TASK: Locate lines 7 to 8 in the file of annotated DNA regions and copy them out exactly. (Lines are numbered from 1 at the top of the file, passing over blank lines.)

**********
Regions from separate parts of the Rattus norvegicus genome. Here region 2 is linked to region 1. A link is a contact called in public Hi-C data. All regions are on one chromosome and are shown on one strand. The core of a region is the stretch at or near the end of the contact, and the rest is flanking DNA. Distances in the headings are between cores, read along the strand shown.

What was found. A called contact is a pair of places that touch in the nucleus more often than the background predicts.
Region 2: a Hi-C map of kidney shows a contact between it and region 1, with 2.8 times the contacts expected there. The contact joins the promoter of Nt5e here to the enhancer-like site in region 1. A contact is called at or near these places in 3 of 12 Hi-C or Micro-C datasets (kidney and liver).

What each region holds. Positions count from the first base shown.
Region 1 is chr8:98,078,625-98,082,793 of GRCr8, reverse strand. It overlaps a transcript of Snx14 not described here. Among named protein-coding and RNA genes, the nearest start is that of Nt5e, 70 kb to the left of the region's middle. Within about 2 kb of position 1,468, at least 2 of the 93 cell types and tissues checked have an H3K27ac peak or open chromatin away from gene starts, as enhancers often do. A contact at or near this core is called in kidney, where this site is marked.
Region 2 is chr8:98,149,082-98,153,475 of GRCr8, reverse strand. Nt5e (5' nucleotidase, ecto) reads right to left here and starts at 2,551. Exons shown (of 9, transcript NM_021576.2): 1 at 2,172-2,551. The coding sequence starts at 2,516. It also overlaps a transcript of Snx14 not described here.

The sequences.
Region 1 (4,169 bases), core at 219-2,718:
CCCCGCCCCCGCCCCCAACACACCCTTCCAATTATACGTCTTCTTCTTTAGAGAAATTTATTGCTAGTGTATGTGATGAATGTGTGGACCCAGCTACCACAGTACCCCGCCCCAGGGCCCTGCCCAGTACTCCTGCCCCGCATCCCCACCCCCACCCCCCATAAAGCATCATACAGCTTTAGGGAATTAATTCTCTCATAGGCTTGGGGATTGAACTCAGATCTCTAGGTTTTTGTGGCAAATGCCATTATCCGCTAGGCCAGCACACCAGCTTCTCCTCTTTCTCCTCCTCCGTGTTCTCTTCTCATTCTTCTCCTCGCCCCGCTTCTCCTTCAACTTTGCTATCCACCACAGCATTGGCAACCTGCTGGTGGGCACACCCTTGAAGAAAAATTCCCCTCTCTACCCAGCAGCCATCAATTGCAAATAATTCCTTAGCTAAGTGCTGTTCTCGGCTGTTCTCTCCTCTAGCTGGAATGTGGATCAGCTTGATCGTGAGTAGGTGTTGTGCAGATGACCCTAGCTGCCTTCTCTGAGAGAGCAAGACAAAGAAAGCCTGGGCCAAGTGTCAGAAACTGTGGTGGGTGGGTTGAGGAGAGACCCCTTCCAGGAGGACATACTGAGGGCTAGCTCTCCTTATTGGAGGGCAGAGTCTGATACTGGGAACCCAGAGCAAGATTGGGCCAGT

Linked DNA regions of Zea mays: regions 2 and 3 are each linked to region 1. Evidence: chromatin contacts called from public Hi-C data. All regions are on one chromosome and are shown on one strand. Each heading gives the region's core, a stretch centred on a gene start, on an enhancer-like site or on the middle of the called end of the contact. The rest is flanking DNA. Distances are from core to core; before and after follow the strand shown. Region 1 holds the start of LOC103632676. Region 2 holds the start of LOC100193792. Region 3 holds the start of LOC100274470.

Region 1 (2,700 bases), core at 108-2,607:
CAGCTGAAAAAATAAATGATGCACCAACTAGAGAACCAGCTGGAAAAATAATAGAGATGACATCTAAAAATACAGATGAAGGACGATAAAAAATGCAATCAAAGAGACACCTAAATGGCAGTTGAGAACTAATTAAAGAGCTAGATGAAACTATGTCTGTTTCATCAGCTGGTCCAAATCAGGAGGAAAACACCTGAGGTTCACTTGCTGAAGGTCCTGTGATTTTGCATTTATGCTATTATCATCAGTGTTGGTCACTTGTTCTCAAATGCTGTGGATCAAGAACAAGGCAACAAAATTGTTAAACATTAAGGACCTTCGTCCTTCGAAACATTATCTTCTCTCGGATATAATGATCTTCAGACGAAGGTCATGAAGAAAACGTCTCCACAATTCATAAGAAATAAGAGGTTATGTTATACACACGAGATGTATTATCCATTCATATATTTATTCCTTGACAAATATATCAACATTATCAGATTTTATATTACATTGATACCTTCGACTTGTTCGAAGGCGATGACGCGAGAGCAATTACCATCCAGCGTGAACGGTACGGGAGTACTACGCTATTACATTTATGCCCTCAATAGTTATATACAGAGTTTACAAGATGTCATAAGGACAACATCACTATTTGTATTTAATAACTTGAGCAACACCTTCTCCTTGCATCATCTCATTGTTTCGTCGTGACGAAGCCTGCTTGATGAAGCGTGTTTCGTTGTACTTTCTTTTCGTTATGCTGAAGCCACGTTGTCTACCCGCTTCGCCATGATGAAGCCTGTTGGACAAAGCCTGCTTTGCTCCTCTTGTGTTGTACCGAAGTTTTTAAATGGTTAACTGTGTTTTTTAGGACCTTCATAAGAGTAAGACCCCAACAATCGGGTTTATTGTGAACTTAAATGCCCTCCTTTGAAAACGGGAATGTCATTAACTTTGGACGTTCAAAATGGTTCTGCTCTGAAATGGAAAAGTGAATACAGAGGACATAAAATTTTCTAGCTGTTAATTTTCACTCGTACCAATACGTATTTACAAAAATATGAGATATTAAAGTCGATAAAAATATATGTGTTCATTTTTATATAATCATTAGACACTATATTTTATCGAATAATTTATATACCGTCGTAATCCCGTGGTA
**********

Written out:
The sequences.
Region 1 (4,169 bases), core at 219-2,718: